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Currently viewing the tag: "NCAA"
A federal judge has weighed in on a debate that runs rampant through the halls of many high schools:Is cheerleading a sport? The question presented itself when the Quinnipac University‘s women’s volleyball team sued the school for an alleged violation of Title IX. The university had recently announced it was eliminating the volleyball [...]Continue Reading →
Reminiscent of music industry tycoons, producers of “The Hurt Locker” sue BitTorrent users for illegal downloading of the film.
Gary McKinnon, computer hacker that breached Department of Defense and NASA websites, fights extradition to the United States.
Woman’s war against Adobe demonstrates the advantages of Continue Reading →
On April 16, 2010 By Richard Jacques
Well, it finally happened. America’s second-oldest institution for higher education has decided on its mascot. The College of William & Mary, founded by King William III and Queen Mary II of England in 1693, has once again changed its mascot. The winner . . . (drum roll please) . . . a “ Continue Reading →
As March Madness wrapped up last week, the NCAA unveiled a proposal to expand the men’s basketball tournament to 96 teams, an increase of 31 from the current 65-team competition. Although the plan has not been confirmed, it appears likely the NCAA will adopt the expansion by next season.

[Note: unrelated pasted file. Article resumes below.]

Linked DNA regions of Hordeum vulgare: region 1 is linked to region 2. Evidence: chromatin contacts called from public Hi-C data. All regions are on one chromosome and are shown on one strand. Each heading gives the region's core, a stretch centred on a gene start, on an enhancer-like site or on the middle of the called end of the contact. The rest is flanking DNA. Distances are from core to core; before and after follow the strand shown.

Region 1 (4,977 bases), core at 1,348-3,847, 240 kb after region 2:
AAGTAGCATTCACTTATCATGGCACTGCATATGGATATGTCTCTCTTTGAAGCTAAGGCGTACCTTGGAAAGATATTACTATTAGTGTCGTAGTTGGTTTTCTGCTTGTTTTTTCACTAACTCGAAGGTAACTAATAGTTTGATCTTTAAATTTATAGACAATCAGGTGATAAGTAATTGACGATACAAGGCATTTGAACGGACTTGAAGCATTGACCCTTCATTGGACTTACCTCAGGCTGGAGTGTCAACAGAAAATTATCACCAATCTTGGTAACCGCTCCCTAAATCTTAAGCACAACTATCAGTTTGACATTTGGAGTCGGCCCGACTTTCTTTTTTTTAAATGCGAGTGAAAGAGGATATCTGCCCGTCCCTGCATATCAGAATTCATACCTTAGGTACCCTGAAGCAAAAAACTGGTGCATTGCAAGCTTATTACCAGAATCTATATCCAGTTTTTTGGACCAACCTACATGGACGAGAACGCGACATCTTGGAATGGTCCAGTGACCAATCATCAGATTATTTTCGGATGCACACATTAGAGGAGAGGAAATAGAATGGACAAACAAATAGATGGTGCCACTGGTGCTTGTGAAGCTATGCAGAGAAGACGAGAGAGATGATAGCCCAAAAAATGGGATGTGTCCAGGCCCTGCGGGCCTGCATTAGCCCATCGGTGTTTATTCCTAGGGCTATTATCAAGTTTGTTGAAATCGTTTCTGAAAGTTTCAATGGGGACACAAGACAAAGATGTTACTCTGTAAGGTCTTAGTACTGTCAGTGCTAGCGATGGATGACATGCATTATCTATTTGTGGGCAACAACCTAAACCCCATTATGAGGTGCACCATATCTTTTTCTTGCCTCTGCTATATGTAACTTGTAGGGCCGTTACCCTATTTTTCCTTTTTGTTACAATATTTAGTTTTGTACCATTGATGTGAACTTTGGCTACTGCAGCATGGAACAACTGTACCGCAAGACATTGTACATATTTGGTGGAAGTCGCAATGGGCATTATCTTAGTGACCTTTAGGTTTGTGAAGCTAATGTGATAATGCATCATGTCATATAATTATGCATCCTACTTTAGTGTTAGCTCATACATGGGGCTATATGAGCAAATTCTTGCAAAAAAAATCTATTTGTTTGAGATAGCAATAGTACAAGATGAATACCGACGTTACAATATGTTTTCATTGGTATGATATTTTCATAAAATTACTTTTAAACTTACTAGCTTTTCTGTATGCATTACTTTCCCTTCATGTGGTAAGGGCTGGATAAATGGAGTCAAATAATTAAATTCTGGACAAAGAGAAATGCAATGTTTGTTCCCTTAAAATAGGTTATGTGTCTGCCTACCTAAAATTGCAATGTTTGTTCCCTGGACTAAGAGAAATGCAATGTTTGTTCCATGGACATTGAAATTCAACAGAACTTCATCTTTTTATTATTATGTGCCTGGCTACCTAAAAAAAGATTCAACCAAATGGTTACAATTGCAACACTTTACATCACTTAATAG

While the [...]Continue Reading →
Since 1979, the U.S. Department of Education has utilized a three-pronged test to determine whether collegiate athletic programs are in compliance with Title IX. This test mandates (1) athletic opportunities at the intercollegiate level provided in numbers substantially proportionate to student enrollment; or (2) a “continuing practice of program expansion” that is [...]Continue Reading →
Look for The NCAA Rules Adoption, Interpretation, Enforcement, and Infractions Process: The Laws that Regulate Them and the Nature of Court Review in the Spring 2010 issue (Vol. 12, No. 2) of the Vanderbilt Journal of Entertainment and Technology Law. The abstract for the article follows:
This article takes a comprehensive look at [...]Continue Reading →
Ed O’Bannon, a marketing director for an auto dealership in Las Vegas, may play a pivotal role in forever changing how the NCAA does business. O’Bannon was a star basketball player for UCLA in the mid-1990s, and now he’s at the forefront of a class action antitrust lawsuit against the NCAA [...]Continue Reading →
On October 22, 2009 By Joanna Barry
Scandals always make good news, especially when they involve college athletes and allegations of cheating. Last week, Florida news organizations and the Associated Press received records of the NCAA’s Infractions Committee meeting with Florida State University (FSU), but only after a judgment by Florida’s 1st District Court of Appeal.
The case, National Collegiate [...]Continue Reading →
A fundamental precept of college athletics is amateurism. That is part of the charm of college sports, and the NCAA is committed to keeping it that way. However, in February, an Ohio court ruling declared that one rule aiming to preserve this quality goes too far.
The rule, NCAA bylaw 126.96.36.199, prohibits [...]Continue Reading →
As the resident Delawarean on this journal, and an advocate of sports betting, it is fitting that I provide an update on the current combat between the “Small Wonder” and the whole army of American amateur and professional sports–a true David vs. Goliath battle.
After the Delaware Supreme Court issued an Continue Reading →
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